Thai soccer team pen letters to families while rescuers prepare 'buddy dive' operation

Twelve Thai schoolboys and their soccer coach, all trapped in a cave in northern Thailand for nearly two weeks, sent out a batch of letters Friday in which the boys said they were OK and the coach apologized to their parents.

Meanwhile, a plan to rescue the boys and their coach, through an operation called a "buddy dive," could start this weekend, ABC News reported.

"To the parents of all the kids, right now the kids are all fine, the crew are taking good care,” coach Ekapol “Aek” Chanthawong wrote in his letter, which was among a batch delivered by divers from the Royal Thai navy.

“I promise I will care for the kids as best as possible. I want to say thanks for all the support and I want to apologize to the parents," the coach wrote.

“I promise I will care for the kids as best as possible. I want to say thanks for all the support and I want to apologize to the parents."

— Ekapol “Aek” Chanthawong, youth soccer coach

In their small collection of brown, stained handwritten notes, the boys wrote that they were doing well and were missing their families.

“I love you mom, I love you dad, and my brother too,” wrote Nick, 15, ending with a hand-drawn heart, according to Time magazine. “When I get out, I want to go have a pork barbecue.”

“I love you mom, I love you dad, and my brother too ... When I get out, I want to go have a pork barbecue.”

— Nick, one of the trapped schoolboys (translated from Thai)

“Don’t worry, I just disappeared for two weeks,” his friend Bew, 14, wrote, also in Thai. “I’ll help you with your shop every day, I will hurry out of here.”

The Thai navy SEALs, who have been leading the rescue efforts, wrote in a Facebook post that “the kids said ‘don’t worry,’ everyone is strong, they have a long list of food they want to eat when they get outside.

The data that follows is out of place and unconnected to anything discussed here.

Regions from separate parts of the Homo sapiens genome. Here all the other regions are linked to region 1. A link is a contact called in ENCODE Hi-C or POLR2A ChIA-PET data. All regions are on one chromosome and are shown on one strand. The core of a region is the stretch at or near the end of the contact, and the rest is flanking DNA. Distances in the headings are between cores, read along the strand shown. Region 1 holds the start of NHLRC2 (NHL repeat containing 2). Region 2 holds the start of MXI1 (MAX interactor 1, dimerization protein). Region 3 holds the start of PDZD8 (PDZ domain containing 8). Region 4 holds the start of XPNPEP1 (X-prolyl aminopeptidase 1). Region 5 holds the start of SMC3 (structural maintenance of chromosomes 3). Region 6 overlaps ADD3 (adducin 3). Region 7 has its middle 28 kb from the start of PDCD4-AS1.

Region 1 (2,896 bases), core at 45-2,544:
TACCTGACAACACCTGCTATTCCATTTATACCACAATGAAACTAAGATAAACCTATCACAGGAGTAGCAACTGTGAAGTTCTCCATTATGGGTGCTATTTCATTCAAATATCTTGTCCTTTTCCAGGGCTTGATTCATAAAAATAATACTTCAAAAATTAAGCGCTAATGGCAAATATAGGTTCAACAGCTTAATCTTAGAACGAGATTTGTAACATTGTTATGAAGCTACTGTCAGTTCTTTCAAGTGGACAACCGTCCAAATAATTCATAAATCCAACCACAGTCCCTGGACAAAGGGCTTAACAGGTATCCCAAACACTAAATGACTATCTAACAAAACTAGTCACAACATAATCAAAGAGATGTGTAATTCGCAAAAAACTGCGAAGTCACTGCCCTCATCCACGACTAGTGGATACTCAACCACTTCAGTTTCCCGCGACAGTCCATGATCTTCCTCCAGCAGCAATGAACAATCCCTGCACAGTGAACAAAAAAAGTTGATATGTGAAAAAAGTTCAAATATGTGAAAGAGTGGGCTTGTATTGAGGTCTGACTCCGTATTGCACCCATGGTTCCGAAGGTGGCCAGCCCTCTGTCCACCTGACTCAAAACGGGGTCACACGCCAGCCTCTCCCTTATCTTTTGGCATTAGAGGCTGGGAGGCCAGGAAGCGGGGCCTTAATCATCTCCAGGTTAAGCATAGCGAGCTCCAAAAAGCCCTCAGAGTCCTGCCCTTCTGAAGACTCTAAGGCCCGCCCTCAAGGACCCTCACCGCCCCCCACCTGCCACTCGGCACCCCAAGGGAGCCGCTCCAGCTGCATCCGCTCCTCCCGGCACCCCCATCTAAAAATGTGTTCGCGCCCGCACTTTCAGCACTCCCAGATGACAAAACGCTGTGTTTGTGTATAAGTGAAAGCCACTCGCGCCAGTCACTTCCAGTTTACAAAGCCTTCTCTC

“They ask that their teachers won’t give them much homework when they come back,” the SEAL post reads, translated from Thai.

Thai rescuers prepare to enter the cave where 12 boys and their soccer coach have been trapped since June 23, in Mae Sai, Chiang Rai province, in northern Thailand Friday, July 6, 2018.

Thai rescuers prepare to enter the cave where 12 boys and their soccer coach have been trapped since June 23, in Mae Sai, Chiang Rai province, in northern Thailand Friday, July 6, 2018. (Associated Press)

The coach and the boys, 11 to 16, went exploring in the cave after a June 23 soccer match. But monsoon flooding cut off their escape route and prevented rescuers from finding them for nearly 10 days.

In its report, ABC News cited an internal U.S. government document that said the first phase of an evacuation plan could be completed by 6 p.m. Saturday local time, with the second phase starting as soon as Sunday morning local time.

The plan would involve bringing the boys and their coach out of the cave the same way they entered, Narongsak Osatanakorn, a Thai official in charge of the rescue operation, told reporters Friday, according to ABC News.

The operation would involve Thai navy divers, with support personnel from the U.S., Britain and other nations, the report said.

Thai officials had been suggesting in public statements that a quick underwater evacuation of the boys and their coach was needed because of the possibility that access to the cave could soon close again due to seasonal monsoon rains expected this weekend.

Narongsak Osottanakorn, chief of the rescue operation, said on Saturday that conditions are "perfect" to evacuate them in the coming days before fresh rains and a rise in carbon dioxide close in.

Soldiers carry a pump to help drain the rising flood water in a cave where 12 boys and their soccer coach have been trapped since June 23, in Mae Sai, Chiang Rai province, in northern Thailand Friday, July 6, 2018.

Soldiers carry a pump to help drain the rising flood water in a cave where 12 boys and their soccer coach have been trapped since June 23, in Mae Sai, Chiang Rai province, in northern Thailand Friday, July 6, 2018. (Associated Press)

"Now and in the next three or four days, the conditions are perfect (for evacuation) in terms of the water, the weather and the boys' health," he said.

"We have to make a clear decision on what we can do."

The only way to reach them was by navigating dark and tight passageways filled with muddy water and strong currents.

The dramatic rescue efforts and the boys' plight have garnered international attention, perhaps most notably at soccer's most widely watched event, the World Cup.

The Associated Press contributed to this report.